European shares were rallying on Friday morning following deep losses during the week, but warnings that the selloff is not done keep pouring in. Jim Cramer wrote more than a week ago that "bear market spikes are breathtakingly beautiful;" and we might be seeing just another one of these.
In times like these, bearish instruments do particularly well, and this has been the case for the AdvisorShares Ranger Equity Bear ETF (HDGE). Brad Lamensdorf, the ETF's co-manager, noted that the fund has been up around 21% this year, compared with a fall of around 10% for the market. "Our product has become popular for people to use," he told Real Money in an interview, warning that the current downturn is far from over.
"No bear market starts out of thin air. Over the last 18 months, we had bear markets in energy, we had a bear market in commodities," he said, adding that the indexes are now finally catching up with individual stocks -- a point that Real Money contributor James "Rev Shark" Deporre has also been making for a while.
Lamensdorf sees stocks going lower still, with "a logical area" for the S&P 500 around 1500 or 1600.
"A 20-25% correction is normal every five years," he said.
But this one could turn out to be more serious, because it is led by the banks.
"When financials are leading the way down, like Credit Suisse (CS), like Deutsche Bank (DB), like Citigroup (C), those are the declines that tend to cause more problems for long people than your mild-mannered correction. With that occurring right now, we need to take note that financials are leading this decline and we need to be much more aware that something much uglier could happen," Lamensdorf added.
European banks rallied on Friday morning after plunging in previous days, with Deutsche Bank's Frankfurt-listed shares up more than 10% and its ADRs up more than 9% in pre-market trading on the NYSE. The Swedish central bank took another step into negative territory yesterday when it cut its main interest rate 15 basis points to -0.5% and this spooked investors in banks.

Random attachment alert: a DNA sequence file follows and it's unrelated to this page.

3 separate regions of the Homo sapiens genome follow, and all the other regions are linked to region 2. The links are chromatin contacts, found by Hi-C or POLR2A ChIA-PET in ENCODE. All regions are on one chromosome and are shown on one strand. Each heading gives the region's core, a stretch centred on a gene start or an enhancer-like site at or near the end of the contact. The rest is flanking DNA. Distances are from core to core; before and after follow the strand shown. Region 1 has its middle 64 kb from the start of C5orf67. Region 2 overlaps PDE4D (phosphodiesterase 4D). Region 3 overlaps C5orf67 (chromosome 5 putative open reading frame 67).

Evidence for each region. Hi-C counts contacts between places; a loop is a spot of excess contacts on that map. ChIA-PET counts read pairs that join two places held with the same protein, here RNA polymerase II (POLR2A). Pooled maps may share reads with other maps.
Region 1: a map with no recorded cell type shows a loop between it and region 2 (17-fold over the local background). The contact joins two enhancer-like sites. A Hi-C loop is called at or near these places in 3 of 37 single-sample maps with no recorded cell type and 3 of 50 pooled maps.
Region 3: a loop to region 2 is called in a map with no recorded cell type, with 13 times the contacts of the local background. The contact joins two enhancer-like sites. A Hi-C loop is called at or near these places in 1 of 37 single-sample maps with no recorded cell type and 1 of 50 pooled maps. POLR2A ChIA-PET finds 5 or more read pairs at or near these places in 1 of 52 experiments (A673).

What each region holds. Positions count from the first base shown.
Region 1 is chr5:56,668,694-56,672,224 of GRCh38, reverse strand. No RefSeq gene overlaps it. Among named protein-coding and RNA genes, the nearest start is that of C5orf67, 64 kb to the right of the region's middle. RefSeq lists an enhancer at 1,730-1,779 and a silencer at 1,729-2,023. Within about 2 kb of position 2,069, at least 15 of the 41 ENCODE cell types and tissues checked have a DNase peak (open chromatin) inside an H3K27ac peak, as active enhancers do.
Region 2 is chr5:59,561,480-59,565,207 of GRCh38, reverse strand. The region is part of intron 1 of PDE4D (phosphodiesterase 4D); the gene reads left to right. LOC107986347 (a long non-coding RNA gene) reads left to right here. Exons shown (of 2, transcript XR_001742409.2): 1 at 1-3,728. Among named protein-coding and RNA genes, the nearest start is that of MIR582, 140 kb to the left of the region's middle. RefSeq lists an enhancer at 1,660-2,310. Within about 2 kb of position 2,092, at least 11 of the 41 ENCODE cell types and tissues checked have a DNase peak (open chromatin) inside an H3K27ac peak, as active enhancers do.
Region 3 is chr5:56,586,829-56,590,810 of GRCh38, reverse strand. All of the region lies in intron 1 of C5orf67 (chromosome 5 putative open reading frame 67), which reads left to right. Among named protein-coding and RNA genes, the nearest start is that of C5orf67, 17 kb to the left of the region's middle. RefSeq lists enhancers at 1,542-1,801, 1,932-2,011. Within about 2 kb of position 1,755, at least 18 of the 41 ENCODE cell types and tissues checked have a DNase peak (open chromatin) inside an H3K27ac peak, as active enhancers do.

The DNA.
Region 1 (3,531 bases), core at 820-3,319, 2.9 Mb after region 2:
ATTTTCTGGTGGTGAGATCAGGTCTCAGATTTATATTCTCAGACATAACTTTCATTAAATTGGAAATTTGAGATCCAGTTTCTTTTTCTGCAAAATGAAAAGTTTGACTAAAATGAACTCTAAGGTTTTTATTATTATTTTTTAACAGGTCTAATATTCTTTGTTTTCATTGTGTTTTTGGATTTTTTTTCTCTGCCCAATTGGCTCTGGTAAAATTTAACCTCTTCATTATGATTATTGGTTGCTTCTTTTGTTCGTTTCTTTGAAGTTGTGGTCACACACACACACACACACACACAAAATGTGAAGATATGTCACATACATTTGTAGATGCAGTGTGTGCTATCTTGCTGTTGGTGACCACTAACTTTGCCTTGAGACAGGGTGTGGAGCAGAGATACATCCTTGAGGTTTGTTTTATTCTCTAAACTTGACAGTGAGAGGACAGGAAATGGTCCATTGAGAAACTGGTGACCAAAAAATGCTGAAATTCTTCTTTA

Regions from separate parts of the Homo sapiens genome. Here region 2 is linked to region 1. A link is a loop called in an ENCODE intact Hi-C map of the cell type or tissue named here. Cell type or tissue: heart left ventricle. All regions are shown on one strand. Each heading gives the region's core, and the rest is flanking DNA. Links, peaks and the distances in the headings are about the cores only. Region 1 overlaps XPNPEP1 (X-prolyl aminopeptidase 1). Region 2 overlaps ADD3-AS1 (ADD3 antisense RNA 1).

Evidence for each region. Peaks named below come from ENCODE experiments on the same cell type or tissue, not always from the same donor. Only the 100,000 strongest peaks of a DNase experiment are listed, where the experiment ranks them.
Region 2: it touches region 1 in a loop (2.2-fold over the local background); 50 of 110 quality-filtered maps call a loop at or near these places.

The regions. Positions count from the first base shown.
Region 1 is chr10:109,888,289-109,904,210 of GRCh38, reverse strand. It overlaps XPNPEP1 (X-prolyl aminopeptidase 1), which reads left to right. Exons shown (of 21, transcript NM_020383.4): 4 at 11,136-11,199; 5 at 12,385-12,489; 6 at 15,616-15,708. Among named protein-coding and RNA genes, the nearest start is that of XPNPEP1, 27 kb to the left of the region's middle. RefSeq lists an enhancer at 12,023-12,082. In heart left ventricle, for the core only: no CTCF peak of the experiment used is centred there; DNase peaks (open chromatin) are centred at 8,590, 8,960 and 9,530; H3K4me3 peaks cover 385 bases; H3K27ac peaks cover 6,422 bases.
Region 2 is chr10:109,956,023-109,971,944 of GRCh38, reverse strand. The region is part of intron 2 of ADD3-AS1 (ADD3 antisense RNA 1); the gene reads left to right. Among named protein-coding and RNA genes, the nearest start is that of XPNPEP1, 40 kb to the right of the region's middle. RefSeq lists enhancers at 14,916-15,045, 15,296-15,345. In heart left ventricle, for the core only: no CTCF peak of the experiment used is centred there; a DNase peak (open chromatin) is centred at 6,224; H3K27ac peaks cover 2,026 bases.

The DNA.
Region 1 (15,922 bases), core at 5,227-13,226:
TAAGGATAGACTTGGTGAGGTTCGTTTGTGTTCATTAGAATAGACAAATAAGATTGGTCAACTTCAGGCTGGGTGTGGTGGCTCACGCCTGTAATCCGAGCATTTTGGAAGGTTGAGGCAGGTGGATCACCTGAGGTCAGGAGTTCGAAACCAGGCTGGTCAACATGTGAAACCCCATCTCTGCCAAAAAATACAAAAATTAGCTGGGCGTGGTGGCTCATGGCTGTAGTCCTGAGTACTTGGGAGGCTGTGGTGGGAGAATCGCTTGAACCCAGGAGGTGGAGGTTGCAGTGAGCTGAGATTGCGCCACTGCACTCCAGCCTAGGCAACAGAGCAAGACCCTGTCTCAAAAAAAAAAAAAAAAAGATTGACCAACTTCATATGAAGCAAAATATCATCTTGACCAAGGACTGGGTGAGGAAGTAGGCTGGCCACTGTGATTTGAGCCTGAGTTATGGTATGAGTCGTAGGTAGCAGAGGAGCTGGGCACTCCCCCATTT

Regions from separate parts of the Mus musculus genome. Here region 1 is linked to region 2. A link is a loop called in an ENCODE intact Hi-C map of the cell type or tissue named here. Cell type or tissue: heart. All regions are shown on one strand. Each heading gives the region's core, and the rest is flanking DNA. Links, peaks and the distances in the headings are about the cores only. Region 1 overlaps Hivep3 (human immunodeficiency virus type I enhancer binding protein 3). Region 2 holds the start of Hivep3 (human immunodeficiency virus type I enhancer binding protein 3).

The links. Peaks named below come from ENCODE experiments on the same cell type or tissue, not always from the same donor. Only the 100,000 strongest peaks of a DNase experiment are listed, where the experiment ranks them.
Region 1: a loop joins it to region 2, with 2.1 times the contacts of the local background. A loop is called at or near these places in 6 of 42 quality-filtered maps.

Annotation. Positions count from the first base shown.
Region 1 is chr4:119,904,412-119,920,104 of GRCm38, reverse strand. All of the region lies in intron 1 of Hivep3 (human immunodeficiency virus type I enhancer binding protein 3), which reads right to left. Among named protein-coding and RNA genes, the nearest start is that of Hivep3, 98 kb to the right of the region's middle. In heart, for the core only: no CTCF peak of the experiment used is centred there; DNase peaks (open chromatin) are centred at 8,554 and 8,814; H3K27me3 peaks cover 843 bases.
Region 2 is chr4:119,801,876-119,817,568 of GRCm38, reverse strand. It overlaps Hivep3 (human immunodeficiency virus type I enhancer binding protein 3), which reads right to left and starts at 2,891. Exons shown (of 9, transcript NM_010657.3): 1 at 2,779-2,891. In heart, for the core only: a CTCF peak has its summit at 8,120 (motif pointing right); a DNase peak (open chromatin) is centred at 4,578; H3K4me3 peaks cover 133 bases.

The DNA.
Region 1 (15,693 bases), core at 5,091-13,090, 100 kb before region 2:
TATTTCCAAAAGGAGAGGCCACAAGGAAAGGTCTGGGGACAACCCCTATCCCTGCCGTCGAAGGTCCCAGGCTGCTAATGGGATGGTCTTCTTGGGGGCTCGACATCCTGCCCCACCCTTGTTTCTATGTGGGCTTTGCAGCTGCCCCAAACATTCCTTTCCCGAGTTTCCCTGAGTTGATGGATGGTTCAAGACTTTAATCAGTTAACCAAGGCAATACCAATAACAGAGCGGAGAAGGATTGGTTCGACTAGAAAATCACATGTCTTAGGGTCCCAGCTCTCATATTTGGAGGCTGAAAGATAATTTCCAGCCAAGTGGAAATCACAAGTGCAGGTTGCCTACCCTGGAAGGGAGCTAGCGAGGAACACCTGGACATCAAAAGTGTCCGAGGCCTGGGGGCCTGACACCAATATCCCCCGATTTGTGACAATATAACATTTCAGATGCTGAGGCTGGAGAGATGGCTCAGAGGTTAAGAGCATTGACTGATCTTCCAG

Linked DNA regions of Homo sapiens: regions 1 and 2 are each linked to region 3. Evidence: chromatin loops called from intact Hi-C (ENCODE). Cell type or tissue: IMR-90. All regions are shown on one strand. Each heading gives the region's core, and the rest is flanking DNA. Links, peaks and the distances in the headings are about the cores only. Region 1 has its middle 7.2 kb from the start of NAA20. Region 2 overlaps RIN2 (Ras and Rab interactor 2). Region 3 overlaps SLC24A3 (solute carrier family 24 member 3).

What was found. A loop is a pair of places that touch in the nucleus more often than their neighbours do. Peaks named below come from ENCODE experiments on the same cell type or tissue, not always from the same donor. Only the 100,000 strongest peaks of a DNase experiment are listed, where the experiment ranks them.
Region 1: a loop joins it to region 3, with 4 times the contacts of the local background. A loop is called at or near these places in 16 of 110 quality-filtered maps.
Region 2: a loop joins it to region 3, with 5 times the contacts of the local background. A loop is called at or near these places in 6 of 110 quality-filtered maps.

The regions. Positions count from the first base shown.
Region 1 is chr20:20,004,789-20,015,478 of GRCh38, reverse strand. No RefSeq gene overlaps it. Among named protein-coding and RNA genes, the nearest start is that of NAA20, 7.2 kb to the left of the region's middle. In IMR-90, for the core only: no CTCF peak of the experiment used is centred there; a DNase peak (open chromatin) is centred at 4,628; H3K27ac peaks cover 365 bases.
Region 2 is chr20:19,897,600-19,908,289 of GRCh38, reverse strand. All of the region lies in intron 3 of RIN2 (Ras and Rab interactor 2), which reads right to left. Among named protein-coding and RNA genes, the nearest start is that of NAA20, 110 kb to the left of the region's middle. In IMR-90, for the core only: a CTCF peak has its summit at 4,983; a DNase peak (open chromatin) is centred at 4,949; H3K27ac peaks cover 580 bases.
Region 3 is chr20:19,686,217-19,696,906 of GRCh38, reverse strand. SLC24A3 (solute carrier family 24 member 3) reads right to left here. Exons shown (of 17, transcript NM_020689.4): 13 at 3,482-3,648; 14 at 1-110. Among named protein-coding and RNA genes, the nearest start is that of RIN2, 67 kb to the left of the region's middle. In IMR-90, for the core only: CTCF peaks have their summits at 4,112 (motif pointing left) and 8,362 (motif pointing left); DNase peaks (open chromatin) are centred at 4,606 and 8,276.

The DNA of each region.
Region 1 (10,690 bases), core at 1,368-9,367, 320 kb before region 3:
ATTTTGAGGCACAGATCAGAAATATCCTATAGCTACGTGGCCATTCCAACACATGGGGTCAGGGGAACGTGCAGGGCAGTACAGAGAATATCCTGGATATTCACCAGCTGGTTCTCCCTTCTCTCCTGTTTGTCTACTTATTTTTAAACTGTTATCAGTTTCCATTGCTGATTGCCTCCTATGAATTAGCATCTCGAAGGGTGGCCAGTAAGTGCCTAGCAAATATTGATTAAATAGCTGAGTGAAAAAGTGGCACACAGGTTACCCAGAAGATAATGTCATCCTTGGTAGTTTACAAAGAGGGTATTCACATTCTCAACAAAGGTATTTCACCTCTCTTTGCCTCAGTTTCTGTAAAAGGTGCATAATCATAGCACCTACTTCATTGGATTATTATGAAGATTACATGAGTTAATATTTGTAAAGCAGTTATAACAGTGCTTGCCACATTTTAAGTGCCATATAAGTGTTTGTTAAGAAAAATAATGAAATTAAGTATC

The lower interest rates go, the harder it is for banks to make money, which is one of the reasons investors are selling U.S. bank stocks, Lamensdorf said he believes. U.S. banks "are having a really tough time finding good businesses to keep profit margins up and I think they're probably getting hit here and there with energy loans and other things like that they hadn't anticipated getting beat up on," he said.
As for European banks, they "never ever came to reality to readjust their balance sheet to a lower leverage-oriented business."
"They still have a lot of leverage on their books. Deutsche Bank is selling units I bet you they never would have thought they had to sell. Alex Brown wealth management? That's probably the cream of the cream of what they had. They probably would have never sold it unless they were fighting to find liquidity," he said.
Deutsche Bank, as well as Credit Suisse, were trading below their 2008 lows, Lamensdorf added, and this does not inspire confidence in the health of the banking sector. "The market's never wrong, in my opinion. Why is the market pricing these securities below the '08 low unless they think there's something really, really problematic there? The fact that you've got serious banks around the world trading low, that they're leading the correction, will require a lot of downside testing," he warned.
Another worrying feature to watch is the fact that over the past five years, lines of credit similar to home equity lines of credit (HELOCs) were created for stock accounts, meaning that investors were able to borrow against the value of their stock account. All was well when the markets went up, but in a downturn margin calls on these lines of credit could start occurring, as they are tied to the equity in the portfolios.
"My point is there's a lot of leverage in this ZIRP environment and the memories of the losses of '08 are distant at this point, and people are being very reckless with their finances again. And now we're getting to a point where everyone's full glass of water is turning into an empty glass," Lamensdorf said.
"It's been five or six years (of the bull market). The cup is too full and it needs to be emptied."
Read more about how to cope in a bear market: